The environment will benefit from innovative kerb separators being installed as part of the St Kilda Road Bike Lanes project.
Made with recycled materials, the separators provide reductions in carbon emissions and waste to landfill while improving safety for the 3500 cyclists using St Kilda Road daily.
Major Road Projects Victoria (MRPV) along with Ace Infrastructure are installing the separators as part of project, which involves adding separated bike lanes between Linlithgow Avenue and Charnwood Road.
Award-winning manufacturer Orca Civil Products is custom-making the separators at its carbon-neutral facility in Melbourne.
The separators comprise up to 80 per cent glass recycled from landfill and 10 percent calcium carbonate.
Along with their reduced requirement for concrete and quarry products, the separators provide savings in carbon emissions and costs related to reinforcement, labour and plant.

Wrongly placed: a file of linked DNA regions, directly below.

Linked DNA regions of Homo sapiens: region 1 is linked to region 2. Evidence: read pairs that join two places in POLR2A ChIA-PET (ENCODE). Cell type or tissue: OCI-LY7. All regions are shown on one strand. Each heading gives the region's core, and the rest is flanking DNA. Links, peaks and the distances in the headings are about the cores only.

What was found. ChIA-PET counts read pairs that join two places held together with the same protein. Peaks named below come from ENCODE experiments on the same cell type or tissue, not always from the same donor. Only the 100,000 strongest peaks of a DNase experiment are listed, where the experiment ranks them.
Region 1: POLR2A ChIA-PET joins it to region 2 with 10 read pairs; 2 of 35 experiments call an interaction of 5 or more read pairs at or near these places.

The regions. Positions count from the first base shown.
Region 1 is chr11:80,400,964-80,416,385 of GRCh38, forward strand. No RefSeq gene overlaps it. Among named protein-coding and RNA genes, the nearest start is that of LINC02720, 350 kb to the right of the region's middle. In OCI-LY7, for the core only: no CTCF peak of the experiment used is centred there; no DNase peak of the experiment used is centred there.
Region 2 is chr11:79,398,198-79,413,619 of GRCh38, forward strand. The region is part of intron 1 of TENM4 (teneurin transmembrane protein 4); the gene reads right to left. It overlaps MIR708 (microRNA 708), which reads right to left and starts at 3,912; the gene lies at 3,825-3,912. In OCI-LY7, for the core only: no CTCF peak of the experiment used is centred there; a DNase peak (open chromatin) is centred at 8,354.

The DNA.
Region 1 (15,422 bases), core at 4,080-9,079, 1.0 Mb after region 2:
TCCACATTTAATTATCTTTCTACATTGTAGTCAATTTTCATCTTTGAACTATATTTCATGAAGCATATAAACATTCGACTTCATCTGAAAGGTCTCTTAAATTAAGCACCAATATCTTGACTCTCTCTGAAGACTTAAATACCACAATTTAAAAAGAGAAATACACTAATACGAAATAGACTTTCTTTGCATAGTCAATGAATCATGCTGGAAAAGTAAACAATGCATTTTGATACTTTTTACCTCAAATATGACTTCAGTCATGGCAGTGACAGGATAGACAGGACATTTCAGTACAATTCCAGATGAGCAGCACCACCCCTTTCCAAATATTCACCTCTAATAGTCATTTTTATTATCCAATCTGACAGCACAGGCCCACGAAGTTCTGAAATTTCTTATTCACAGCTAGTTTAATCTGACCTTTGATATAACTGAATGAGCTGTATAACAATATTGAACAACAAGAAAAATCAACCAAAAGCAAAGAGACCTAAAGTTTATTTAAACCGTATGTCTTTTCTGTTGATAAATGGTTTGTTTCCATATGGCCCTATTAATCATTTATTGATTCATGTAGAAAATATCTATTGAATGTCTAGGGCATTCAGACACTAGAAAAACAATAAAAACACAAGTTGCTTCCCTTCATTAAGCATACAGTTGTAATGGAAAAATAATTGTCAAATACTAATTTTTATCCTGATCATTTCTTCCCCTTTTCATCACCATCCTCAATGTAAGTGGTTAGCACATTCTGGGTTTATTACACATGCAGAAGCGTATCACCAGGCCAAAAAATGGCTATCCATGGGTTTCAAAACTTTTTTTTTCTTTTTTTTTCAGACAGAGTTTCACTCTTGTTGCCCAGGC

A first-of-their-kind for Orca Civil Products, the company is producing the separators to match the existing bluestone kerbing, as part of the Victorian Government’s commitment to maintaining and protecting the historic fabric and significance of Melbourne’s most iconic boulevard.
The separators complement the government’s Recycled First Policy, which gives preference to the use of recycled and reused materials, where appropriate, to support a circular economy. The separated bike lanes have already proven a hit with cyclists following the opening of stage one from Linlithgow Avenue to Dorcas Street.
The separated bike lanes eliminate the risk of cyclists colliding with opening car doors, which will encourage more people to take up cycling.
Works on stage two of the project from Toorak Road to Union Street and stage three between Union Street and Charnwood Road are underway and set for completion later this year.
To view more information about this project please visit our St Kilda Road Bike Lanes project page.